Most students will recognize the melody of “Comme d’habitude” because it is that of “My Way,” but few will know that the song made famous by Sinatra is actually a remake of the French song by Claude François. The original song shares no lyrical content with the English version: it’s a song about one man’s daily life in which he does everything “as usual” (“comme d’habitude”) – that is, he “pretends” (“faire semblant”) that he is happy in his work and love life.
Because the lyrics are about a daily routine, I use this song in the intermediate classroom during a unit on pronominal verbs. I’ve created a cloze exercise that uses the pronominal verbs se réveiller, se lever, s’habiller, se coucher, se déshabiller, and s’embrasser. You may download it from the following link:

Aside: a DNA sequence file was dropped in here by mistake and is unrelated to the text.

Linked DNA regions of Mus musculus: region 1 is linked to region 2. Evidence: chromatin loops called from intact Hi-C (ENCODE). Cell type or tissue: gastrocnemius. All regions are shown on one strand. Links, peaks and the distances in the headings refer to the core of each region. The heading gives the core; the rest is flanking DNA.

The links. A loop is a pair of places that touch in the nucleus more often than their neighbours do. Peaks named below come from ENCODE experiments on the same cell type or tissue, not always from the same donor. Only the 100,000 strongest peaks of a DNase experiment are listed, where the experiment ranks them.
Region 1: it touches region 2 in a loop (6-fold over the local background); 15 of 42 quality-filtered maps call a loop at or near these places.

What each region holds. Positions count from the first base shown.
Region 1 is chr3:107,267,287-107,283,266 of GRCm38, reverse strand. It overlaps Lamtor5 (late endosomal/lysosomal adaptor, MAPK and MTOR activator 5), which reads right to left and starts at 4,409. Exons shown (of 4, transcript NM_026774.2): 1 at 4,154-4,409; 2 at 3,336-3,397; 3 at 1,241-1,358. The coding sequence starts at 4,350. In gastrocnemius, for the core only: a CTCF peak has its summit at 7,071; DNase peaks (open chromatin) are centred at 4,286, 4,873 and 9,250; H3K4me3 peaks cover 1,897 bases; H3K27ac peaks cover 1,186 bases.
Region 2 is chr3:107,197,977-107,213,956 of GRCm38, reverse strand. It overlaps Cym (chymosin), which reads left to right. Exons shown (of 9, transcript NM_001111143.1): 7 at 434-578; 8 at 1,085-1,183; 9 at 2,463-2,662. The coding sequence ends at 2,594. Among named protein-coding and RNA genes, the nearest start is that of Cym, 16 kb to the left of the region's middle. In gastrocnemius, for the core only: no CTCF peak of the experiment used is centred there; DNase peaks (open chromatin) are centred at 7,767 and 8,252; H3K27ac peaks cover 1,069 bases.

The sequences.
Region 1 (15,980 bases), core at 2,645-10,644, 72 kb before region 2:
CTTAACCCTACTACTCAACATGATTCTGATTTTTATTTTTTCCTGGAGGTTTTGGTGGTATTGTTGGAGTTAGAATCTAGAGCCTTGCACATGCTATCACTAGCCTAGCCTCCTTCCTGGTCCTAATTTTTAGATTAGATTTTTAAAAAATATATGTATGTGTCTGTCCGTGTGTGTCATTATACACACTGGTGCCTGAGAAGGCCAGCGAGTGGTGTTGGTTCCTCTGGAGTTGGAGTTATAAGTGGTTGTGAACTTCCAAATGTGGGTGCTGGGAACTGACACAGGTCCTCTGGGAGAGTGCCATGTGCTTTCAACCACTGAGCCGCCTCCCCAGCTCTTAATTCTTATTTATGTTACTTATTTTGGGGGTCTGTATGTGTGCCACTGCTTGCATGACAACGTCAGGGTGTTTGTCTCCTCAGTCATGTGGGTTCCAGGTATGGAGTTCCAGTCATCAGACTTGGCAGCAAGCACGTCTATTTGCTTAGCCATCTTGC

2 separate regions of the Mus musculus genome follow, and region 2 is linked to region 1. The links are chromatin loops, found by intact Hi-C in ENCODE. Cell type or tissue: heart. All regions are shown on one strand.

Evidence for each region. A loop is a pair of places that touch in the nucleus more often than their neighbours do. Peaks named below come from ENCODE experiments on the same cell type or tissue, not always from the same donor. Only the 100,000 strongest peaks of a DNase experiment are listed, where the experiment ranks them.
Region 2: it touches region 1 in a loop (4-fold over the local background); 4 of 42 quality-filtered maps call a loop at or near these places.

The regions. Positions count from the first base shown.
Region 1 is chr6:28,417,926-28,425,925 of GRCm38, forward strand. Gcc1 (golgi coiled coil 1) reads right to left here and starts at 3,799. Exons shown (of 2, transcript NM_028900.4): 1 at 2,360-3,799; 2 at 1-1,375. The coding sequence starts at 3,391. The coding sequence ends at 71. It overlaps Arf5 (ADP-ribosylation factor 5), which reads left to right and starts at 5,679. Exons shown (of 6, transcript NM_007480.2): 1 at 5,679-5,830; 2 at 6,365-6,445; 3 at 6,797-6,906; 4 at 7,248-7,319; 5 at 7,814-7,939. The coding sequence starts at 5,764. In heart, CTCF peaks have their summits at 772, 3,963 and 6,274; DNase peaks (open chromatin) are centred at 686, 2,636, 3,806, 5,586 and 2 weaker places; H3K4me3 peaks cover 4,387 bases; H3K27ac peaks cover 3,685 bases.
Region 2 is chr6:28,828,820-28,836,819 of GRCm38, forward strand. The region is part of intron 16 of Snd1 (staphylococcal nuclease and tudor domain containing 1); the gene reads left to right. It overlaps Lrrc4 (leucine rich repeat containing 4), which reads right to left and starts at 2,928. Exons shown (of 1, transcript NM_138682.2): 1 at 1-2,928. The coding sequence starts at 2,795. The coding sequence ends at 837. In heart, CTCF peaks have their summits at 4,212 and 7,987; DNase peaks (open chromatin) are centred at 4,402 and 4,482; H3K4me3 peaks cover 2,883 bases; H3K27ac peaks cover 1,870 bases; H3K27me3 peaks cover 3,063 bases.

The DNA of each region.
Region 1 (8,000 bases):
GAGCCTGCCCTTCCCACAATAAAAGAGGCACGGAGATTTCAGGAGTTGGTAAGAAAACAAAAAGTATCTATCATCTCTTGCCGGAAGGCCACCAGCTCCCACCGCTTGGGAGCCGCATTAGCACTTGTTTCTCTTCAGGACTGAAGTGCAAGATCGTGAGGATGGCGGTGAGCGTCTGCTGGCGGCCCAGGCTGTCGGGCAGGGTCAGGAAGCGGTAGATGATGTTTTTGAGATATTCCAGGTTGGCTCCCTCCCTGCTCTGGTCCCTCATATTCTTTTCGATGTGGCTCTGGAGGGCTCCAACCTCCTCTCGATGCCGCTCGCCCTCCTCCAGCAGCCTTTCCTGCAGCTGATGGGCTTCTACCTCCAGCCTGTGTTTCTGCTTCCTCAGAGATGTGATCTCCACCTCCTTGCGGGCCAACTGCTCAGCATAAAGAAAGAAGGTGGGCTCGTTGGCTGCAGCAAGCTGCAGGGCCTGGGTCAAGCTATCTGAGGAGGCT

When covering pronominal verbs, we talk a lot about daily routines and habits. I’ve found that after listening to this song, many students are receptive to a deeper discussion of the darker side of what a daily routine can become: that one loses his sense of self as he pretends to be someone else who just gets through the day. The song is relatively easy to understand and the implications are fairly obvious, but listening to it has the potential to be a more meaningful activity than just talking about how you get ready for class each morning.
It’s important when doing any activity to situate it within the course context (grammar) at the beginning and then at the end open it to wider reflection. I ask students to describe the life of the man in the song, and I remember one student saying it was “le pire.” Even at the intermediate level students have the vocabulary to interpret and express meaning in this context.